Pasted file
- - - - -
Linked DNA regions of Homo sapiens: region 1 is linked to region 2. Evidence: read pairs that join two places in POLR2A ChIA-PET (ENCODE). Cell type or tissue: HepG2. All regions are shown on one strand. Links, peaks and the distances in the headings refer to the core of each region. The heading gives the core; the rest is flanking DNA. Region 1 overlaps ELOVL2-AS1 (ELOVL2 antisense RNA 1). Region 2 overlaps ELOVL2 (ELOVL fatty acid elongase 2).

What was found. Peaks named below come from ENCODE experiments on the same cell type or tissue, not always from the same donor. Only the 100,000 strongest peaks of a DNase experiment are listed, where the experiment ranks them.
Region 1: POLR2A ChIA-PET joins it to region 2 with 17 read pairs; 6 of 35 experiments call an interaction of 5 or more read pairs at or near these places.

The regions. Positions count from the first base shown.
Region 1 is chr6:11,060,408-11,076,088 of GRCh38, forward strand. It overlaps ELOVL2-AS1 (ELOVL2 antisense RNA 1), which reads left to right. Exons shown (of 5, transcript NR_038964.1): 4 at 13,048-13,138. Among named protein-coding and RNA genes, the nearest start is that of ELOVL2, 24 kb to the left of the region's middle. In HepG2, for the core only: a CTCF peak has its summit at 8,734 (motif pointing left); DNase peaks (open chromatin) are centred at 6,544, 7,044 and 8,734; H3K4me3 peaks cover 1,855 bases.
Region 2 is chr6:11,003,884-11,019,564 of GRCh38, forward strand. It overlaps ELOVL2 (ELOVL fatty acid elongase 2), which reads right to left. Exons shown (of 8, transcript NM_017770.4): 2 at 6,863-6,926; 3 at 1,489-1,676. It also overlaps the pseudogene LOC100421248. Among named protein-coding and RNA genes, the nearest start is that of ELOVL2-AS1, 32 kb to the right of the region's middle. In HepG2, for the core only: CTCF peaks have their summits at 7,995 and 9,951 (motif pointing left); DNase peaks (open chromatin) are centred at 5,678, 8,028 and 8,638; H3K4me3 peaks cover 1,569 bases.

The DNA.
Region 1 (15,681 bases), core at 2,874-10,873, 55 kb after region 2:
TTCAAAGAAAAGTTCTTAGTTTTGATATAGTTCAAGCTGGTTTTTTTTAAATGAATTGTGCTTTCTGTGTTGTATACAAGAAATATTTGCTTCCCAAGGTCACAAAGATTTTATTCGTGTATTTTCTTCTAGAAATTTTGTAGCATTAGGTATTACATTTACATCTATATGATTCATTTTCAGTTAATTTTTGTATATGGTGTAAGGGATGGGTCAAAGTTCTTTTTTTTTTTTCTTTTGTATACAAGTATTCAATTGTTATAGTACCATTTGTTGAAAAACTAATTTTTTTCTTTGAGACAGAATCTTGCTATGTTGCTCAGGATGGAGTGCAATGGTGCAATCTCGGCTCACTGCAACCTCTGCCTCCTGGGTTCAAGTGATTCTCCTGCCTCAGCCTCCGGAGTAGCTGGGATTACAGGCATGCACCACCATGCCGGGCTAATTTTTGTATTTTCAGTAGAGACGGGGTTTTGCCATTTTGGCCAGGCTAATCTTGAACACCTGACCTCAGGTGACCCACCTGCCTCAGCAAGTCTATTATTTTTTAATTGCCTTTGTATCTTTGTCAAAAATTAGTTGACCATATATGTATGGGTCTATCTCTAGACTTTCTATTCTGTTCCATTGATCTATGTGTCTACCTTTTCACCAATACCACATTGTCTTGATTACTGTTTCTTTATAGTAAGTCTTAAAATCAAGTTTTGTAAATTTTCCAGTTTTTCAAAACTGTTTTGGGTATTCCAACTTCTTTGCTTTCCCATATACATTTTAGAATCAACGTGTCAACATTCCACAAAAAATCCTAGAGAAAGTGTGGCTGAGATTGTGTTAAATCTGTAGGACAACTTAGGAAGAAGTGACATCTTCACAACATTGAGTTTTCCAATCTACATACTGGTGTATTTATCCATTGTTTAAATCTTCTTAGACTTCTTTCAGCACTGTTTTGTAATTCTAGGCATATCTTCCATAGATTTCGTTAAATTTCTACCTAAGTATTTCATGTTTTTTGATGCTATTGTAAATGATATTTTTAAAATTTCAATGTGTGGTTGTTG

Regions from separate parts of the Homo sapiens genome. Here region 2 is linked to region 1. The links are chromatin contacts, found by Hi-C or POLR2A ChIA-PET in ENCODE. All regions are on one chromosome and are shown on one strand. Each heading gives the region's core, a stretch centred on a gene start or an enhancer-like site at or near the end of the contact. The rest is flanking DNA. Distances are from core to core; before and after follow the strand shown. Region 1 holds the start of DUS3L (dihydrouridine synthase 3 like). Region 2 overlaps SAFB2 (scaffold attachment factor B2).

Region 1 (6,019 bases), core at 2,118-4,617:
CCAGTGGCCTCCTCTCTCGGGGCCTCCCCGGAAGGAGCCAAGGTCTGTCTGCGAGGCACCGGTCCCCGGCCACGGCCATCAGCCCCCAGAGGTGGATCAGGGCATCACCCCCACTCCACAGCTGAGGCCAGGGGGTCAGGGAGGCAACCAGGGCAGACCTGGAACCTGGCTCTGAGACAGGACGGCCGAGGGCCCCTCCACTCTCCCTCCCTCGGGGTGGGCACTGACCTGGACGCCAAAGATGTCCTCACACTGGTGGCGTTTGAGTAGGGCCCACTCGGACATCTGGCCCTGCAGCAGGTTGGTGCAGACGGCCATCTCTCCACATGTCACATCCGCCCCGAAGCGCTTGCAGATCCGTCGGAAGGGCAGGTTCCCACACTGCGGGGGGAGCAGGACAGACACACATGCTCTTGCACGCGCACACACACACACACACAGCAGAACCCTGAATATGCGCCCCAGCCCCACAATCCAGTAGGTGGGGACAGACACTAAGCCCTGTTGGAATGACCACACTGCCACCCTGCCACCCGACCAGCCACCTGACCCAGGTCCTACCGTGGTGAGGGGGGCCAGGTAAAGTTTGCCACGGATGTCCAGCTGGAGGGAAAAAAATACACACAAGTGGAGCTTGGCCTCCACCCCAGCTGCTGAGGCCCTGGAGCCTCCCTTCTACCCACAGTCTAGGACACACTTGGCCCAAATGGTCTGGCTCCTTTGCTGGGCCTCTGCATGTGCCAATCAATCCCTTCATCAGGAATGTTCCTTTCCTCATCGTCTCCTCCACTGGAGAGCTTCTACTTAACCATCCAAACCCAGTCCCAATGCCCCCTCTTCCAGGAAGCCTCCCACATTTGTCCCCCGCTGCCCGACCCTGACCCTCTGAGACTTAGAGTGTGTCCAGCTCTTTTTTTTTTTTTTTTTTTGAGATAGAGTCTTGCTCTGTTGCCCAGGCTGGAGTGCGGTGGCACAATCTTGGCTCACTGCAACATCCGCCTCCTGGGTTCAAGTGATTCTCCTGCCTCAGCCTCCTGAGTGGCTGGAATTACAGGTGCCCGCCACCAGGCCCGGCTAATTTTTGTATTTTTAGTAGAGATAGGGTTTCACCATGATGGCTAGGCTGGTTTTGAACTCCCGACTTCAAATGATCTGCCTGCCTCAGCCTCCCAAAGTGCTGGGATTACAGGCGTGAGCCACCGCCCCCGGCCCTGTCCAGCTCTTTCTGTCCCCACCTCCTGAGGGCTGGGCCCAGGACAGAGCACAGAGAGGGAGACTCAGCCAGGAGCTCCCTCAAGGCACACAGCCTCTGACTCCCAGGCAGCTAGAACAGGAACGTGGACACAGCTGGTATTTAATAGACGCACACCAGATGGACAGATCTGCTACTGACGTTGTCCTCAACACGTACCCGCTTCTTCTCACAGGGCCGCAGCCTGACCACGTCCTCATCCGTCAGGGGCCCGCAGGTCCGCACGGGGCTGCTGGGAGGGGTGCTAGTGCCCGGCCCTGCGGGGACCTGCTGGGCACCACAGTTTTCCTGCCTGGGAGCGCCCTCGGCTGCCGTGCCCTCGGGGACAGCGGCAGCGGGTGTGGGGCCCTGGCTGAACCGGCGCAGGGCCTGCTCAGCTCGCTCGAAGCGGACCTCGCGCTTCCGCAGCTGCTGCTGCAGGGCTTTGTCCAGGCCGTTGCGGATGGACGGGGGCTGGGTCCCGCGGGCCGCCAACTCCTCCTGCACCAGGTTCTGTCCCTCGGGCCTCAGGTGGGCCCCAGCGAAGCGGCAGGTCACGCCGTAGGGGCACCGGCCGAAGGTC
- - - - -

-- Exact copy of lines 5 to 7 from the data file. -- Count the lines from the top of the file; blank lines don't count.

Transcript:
Region 1 is chr6:11,060,408-11,076,088 of GRCh38, forward strand. It overlaps ELOVL2-AS1 (ELOVL2 antisense RNA 1), which reads left to right. Exons shown (of 5, transcript NR_038964.1): 4 at 13,048-13,138. Among named protein-coding and RNA genes, the nearest start is that of ELOVL2, 24 kb to the left of the region's middle. In HepG2, for the core only: a CTCF peak has its summit at 8,734 (motif pointing left); DNase peaks (open chromatin) are centred at 6,544, 7,044 and 8,734; H3K4me3 peaks cover 1,855 bases.
Region 2 is chr6:11,003,884-11,019,564 of GRCh38, forward strand. It overlaps ELOVL2 (ELOVL fatty acid elongase 2), which reads right to left. Exons shown (of 8, transcript NM_017770.4): 2 at 6,863-6,926; 3 at 1,489-1,676. It also overlaps the pseudogene LOC100421248. Among named protein-coding and RNA genes, the nearest start is that of ELOVL2-AS1, 32 kb to the right of the region's middle. In HepG2, for the core only: CTCF peaks have their summits at 7,995 and 9,951 (motif pointing left); DNase peaks (open chromatin) are centred at 5,678, 8,028 and 8,638; H3K4me3 peaks cover 1,569 bases.

The DNA.